When it comes to any sort of food trend de jour, the likelihood that I'll at least temporarily buy in is pretty high. I scoured the city of New Orleans for cronut knock offs earlier this month, trying one mildly successful flavor (double chocolate) and a guava coconut version that really missed the mark. I ate what seems like a thousand buttercream-frosted cupcakes when they were in their Sex and the City-era prime, downed delicate macarons with the best of them, and enjoyed my fair share of cereal-themed sweets at all hours of the day. (To be fair, I never jumped on the Pinkberry and Pinkberry knock-off bandwagon, but only because I'm still not 100% convinced that it is real food.)
One trend I've never been able to get behind is when dessert are marketed as "rustic." Since we're still riding the wave of farm-to-everywhere madness, it seems pastry chefs all over are trying to create end-of-meal delights that evoke a sense of homeyness, or maybe the image of a cowboy cooking up a blackberry cobbler on the range. At the end of the day, though, rustic is just a gussied up way of saying timeless—the desserts that are so simple and delicious that they are able to transcend generations and don't require any bells and whistles to be delicious treats. This Pear Sour Cream Pie is a mouthwateringly humble dessert with a cornmeal crust that some might want to call rustic, but I'll just call classic.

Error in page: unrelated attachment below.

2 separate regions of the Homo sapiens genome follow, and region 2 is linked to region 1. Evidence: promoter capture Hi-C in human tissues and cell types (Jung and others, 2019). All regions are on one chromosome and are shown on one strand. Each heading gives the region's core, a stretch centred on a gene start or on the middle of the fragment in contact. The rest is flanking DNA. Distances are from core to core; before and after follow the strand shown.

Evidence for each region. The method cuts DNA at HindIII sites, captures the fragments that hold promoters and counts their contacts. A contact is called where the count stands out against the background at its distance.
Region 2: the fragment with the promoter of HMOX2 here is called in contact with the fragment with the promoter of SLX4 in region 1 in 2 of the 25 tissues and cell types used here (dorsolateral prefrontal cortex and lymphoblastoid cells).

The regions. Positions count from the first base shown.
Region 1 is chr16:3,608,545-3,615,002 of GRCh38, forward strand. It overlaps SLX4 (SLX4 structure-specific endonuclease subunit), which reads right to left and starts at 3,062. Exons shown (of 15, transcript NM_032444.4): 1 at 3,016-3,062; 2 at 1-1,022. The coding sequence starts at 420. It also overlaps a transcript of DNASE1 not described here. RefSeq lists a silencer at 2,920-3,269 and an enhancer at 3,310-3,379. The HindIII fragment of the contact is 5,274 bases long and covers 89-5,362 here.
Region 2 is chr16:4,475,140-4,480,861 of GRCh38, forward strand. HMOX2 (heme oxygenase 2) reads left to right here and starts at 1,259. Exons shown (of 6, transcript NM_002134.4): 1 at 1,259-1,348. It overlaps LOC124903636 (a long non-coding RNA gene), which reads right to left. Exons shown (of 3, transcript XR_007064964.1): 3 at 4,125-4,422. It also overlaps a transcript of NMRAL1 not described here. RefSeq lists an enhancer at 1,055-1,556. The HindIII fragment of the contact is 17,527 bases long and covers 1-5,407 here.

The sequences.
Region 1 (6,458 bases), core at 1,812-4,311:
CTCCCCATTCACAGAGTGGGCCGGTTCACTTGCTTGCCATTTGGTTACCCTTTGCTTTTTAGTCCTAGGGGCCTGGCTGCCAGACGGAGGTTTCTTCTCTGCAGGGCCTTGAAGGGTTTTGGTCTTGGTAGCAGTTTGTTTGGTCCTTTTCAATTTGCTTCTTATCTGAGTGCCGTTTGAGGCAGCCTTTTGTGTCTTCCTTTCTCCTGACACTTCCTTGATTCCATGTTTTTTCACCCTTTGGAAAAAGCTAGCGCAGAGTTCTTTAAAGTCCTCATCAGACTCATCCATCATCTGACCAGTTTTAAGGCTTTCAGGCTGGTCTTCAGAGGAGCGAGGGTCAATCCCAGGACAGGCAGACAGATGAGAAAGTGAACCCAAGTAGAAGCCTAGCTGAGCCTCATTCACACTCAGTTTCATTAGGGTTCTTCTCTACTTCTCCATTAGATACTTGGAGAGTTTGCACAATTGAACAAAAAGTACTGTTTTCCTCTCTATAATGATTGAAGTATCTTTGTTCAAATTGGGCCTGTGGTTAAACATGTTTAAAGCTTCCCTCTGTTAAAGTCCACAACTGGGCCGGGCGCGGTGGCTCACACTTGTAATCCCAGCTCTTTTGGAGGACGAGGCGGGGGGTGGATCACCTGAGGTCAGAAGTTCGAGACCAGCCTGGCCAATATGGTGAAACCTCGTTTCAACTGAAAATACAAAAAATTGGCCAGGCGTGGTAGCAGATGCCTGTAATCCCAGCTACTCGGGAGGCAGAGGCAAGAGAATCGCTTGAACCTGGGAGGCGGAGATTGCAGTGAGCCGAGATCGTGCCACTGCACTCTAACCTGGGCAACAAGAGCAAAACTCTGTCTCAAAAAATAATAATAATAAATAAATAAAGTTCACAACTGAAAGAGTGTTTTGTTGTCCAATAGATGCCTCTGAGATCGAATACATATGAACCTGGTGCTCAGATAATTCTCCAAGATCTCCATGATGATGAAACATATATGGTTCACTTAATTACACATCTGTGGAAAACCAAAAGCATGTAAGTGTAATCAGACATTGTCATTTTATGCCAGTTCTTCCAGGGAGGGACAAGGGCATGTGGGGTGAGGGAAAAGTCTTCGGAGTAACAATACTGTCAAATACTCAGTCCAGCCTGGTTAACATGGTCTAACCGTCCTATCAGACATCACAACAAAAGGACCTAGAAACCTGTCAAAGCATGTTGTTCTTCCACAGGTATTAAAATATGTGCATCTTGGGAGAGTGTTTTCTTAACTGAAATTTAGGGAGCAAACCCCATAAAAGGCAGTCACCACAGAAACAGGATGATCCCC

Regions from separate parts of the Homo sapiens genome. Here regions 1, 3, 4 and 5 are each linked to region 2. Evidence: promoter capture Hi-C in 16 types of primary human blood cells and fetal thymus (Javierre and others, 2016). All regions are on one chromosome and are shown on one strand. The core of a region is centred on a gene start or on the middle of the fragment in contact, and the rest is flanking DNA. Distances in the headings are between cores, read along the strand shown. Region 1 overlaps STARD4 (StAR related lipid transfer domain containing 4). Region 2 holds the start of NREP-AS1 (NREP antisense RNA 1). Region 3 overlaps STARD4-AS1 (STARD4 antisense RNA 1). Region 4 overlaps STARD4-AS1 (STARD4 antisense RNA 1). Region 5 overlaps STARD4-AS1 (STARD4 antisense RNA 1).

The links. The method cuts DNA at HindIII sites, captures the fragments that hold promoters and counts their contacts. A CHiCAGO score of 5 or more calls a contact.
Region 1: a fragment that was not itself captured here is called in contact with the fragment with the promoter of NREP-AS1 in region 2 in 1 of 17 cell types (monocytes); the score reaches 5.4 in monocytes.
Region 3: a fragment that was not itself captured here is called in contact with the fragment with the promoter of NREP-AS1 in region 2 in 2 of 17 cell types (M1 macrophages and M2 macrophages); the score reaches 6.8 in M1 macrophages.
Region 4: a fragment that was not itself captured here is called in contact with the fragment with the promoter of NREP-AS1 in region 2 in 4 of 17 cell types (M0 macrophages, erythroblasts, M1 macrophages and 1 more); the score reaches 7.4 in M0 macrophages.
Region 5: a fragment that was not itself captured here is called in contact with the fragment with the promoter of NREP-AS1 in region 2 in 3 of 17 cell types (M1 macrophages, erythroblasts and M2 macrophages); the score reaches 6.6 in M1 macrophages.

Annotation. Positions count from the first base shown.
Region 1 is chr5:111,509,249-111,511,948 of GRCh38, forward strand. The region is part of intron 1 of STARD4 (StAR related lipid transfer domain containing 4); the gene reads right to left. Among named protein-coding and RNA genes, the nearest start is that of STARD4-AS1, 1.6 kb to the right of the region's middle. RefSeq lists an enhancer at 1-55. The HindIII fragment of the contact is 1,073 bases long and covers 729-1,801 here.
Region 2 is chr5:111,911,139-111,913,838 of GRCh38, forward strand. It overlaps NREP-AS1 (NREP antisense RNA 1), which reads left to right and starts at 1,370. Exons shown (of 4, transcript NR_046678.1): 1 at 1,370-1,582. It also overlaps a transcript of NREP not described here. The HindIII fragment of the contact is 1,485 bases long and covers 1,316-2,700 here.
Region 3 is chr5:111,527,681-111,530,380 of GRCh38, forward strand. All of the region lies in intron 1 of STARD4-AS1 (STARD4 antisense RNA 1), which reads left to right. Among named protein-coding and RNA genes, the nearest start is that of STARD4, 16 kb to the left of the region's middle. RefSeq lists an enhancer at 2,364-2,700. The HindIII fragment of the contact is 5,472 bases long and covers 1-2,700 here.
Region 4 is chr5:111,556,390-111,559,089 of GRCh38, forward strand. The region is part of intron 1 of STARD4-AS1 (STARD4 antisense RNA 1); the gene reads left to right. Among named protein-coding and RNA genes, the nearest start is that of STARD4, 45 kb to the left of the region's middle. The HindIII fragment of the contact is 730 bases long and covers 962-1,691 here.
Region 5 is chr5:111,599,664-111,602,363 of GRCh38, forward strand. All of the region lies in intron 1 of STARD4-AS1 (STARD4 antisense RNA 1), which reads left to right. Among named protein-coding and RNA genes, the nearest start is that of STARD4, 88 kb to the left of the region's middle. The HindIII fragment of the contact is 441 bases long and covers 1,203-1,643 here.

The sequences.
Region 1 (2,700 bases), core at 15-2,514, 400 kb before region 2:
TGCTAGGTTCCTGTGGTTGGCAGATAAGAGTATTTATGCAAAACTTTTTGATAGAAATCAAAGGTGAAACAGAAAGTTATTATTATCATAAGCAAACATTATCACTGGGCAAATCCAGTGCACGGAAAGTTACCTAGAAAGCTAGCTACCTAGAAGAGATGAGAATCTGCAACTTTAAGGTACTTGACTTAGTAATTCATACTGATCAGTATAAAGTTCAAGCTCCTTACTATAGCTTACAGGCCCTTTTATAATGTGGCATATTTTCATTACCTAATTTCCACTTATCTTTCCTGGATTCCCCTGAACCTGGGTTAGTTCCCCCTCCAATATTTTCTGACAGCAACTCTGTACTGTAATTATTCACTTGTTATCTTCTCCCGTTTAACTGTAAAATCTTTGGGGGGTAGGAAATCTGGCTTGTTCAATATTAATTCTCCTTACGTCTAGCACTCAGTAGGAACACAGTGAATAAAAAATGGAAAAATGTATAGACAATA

It might not seem important, but the kind of cornmeal that is used in the pie crust can really make or break the texture. My go-to cornmeal is always Bob's Red Mill, which has just the right grain size to make the crust resemble a sweetened piece of cornbread. However, if Bob's is not available in your area, King Arthur is a fine substitute. Looking for a way to make the pie a little bit edgier? Use a blue cornmeal for a bit of a Southwestern flourish.
Depending on the season and your location, the type of pears available to you will vary. My favorite pears for baking are bosc pears, which have their signature shade of brown and long, slender necks. Bartlett pears are also a fine substitute, but tend to have a firmer texture and tangier taste than their bosc counterpart. Either way, ensuring the pears are ripe before baking with them is imperative. When pears come straight from the store this means allowing them to ripen for an additional 2-3 days before use.
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About the author: Sarah Baird is a writer, editor, and petit four aficionado living in New Orleans, Louisiana. She likes planning elaborate dinner parties surrounded by her collection of dwarf citrus trees. You can read her latest musings and about her various misadventures on her website: hellosarahbaird.com or follow her on Twitter: @scbaird.